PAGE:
I agree with other commenters that rapid population increase may well be an important part of the problem. The population explosion has serious effects, for the people and for wildlife. While it seems a good idea to grow a lot more food, I wonder what impact that might have for the remaining wildlife. Perhaps we should be growing just enough for our needs - and restraining those needs by restraining our human numbers and per capita demands.

5:06PM PDT on Aug 18, 2011

Just throwing this out there because I think it needs to be said.....maybe if the men of the world stopped behaving like such savage idiots a lot of the problems the planet faces would be alleviated or eliminated. The examples are all around us on a daily basis if we care to look.

Men seem to forget that we all come from mothers - whether they were good or bad, we wouldn't be here without them and should accord them a lot more respect than we tend to do as a gender and as a society.

8:36AM PDT on Aug 18, 2011

Bernard, thank you so much for your clear analysis of the facts! Without education and efficient birth control there is NO solution to the suffering.
Moreover, the woefulness for all life (humans - and animals who are deprived of their habitats more and more!) will be multiplied from one generation to the next one, if human breeding is not limited to an ecologically permissible measure.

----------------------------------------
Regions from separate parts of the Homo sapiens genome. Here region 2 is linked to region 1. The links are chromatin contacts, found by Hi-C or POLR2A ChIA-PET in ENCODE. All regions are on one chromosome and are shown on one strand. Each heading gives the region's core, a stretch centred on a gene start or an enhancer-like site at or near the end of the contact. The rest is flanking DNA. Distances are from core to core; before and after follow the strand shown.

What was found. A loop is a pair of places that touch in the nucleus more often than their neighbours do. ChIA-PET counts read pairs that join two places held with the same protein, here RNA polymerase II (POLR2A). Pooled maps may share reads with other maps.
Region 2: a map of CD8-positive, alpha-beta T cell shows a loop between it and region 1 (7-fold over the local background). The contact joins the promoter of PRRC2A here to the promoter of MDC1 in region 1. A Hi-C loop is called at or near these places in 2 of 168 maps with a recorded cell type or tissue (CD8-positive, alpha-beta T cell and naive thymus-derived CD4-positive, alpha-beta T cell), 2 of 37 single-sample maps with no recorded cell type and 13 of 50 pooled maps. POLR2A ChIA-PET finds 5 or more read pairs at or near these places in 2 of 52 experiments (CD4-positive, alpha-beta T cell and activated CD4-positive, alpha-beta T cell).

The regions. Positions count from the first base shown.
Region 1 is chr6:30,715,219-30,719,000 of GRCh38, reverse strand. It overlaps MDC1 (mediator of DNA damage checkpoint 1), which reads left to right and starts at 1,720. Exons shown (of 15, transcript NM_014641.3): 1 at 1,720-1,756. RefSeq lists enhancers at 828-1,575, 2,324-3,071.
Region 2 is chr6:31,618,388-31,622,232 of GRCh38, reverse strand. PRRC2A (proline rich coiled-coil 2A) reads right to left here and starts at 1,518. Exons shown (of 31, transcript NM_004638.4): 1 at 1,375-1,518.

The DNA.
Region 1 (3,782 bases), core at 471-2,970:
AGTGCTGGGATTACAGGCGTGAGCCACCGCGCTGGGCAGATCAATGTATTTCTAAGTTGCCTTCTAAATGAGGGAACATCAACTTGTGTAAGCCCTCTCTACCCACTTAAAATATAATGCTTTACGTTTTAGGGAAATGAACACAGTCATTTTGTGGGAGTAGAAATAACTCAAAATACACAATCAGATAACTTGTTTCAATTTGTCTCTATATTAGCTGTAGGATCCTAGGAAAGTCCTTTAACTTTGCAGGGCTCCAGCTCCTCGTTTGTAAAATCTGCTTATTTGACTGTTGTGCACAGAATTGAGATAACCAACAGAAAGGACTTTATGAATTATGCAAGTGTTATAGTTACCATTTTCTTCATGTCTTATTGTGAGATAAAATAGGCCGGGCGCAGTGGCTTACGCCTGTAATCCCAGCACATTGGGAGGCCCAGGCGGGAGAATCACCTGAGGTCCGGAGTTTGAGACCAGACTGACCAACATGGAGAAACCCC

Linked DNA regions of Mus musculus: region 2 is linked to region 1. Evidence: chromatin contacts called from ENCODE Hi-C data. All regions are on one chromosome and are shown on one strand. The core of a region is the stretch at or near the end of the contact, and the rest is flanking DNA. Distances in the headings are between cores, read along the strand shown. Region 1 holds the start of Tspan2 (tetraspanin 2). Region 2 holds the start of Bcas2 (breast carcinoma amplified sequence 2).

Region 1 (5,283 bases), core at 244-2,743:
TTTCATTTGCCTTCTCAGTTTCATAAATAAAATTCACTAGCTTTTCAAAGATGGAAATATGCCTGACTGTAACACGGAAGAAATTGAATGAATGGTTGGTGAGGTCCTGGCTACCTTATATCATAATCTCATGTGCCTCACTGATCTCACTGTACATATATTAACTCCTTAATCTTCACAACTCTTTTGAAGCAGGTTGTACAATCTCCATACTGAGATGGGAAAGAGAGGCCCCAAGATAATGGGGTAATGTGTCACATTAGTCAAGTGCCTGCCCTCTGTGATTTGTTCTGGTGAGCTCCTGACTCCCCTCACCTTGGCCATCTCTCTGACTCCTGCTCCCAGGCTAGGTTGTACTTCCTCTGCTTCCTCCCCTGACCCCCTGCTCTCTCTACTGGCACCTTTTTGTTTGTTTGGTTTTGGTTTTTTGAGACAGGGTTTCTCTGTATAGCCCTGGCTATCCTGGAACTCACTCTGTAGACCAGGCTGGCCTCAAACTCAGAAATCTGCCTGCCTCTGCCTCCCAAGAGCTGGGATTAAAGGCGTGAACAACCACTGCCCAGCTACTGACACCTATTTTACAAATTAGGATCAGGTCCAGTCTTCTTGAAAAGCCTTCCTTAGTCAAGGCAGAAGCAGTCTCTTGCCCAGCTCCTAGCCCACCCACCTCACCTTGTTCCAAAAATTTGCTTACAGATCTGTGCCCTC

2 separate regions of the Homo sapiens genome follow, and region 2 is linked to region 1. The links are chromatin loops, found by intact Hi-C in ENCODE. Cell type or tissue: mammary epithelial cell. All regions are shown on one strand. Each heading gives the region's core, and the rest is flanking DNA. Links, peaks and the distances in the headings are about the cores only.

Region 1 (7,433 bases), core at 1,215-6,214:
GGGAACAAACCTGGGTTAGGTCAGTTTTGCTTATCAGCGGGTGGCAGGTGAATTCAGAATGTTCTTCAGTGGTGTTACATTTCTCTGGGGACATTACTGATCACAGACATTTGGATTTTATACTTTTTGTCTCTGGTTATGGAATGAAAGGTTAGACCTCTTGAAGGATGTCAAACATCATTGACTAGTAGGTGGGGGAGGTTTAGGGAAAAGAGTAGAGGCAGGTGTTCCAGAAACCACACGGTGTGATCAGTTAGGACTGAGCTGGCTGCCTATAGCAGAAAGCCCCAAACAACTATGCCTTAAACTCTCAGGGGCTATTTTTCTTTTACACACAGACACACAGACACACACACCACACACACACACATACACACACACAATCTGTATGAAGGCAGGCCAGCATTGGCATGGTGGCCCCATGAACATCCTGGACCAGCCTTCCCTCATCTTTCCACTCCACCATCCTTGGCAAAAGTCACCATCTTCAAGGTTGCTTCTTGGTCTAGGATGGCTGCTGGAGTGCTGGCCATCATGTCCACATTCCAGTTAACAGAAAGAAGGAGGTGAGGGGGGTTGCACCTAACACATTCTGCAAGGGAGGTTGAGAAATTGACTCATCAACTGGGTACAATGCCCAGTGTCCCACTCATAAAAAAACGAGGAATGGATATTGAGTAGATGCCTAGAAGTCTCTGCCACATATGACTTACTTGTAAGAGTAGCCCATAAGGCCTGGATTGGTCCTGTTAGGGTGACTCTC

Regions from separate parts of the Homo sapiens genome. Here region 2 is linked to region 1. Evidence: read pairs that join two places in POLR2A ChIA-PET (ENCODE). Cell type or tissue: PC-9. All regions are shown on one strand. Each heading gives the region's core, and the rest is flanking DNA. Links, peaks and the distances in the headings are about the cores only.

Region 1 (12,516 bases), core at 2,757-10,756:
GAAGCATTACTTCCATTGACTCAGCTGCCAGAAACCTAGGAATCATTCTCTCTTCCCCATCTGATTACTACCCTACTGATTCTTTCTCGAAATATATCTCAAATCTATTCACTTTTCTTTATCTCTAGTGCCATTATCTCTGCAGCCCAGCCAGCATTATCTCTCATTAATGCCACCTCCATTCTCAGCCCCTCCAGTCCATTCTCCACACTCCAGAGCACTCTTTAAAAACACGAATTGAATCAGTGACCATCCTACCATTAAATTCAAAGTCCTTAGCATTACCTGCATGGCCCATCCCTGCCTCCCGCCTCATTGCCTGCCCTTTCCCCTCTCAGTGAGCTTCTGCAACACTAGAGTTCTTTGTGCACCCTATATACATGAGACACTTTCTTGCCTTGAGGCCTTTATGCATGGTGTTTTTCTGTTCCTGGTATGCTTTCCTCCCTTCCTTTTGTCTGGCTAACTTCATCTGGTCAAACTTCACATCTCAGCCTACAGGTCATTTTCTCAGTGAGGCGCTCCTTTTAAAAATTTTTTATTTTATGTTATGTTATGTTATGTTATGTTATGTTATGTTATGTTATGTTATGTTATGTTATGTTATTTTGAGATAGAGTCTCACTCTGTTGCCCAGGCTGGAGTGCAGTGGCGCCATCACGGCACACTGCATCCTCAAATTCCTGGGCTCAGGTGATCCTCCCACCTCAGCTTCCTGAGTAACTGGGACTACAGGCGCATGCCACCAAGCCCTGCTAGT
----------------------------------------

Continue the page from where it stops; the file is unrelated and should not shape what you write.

Unfortunately, churches are blind for these facts and for the way to really help the people by limiting the exceeding population.
Cf. http://www.biologicaldiversity.org/campaigns/overpopulation

5:51AM PDT on Aug 18, 2011

The women in Africa need all the help they can get to escape the abusive men.

5:23AM PDT on Aug 18, 2011

Well said, Anna.

5:19AM PDT on Aug 18, 2011

Emily L. as African born I would agree with much of what you say regarding women in Africa and their key roles. You of course hesitate to mention the bad, bad; non-PC word “birth control” fearful that your friends may exclude you from the next coffee and cake get together. African women from time immemorial have been bought and sold and occupy a lower echelon than males. Any society across the globe where this is true remains stuck in some feudal time warp with women expected to shut their mouths, open their legs and breed. I have personal experience of hearing and seeing African women who try to control their own fertility being beaten or worse by husbands and other family members. Elevating women to an equal status is very necessary; birth-control driven by its women in Africa is the absolute key to on-going freedom from poverty and starvation. Discussing solutions to poverty in Africa without discussing birth-control is like discussing Malaria cures without discussing mosquitoes.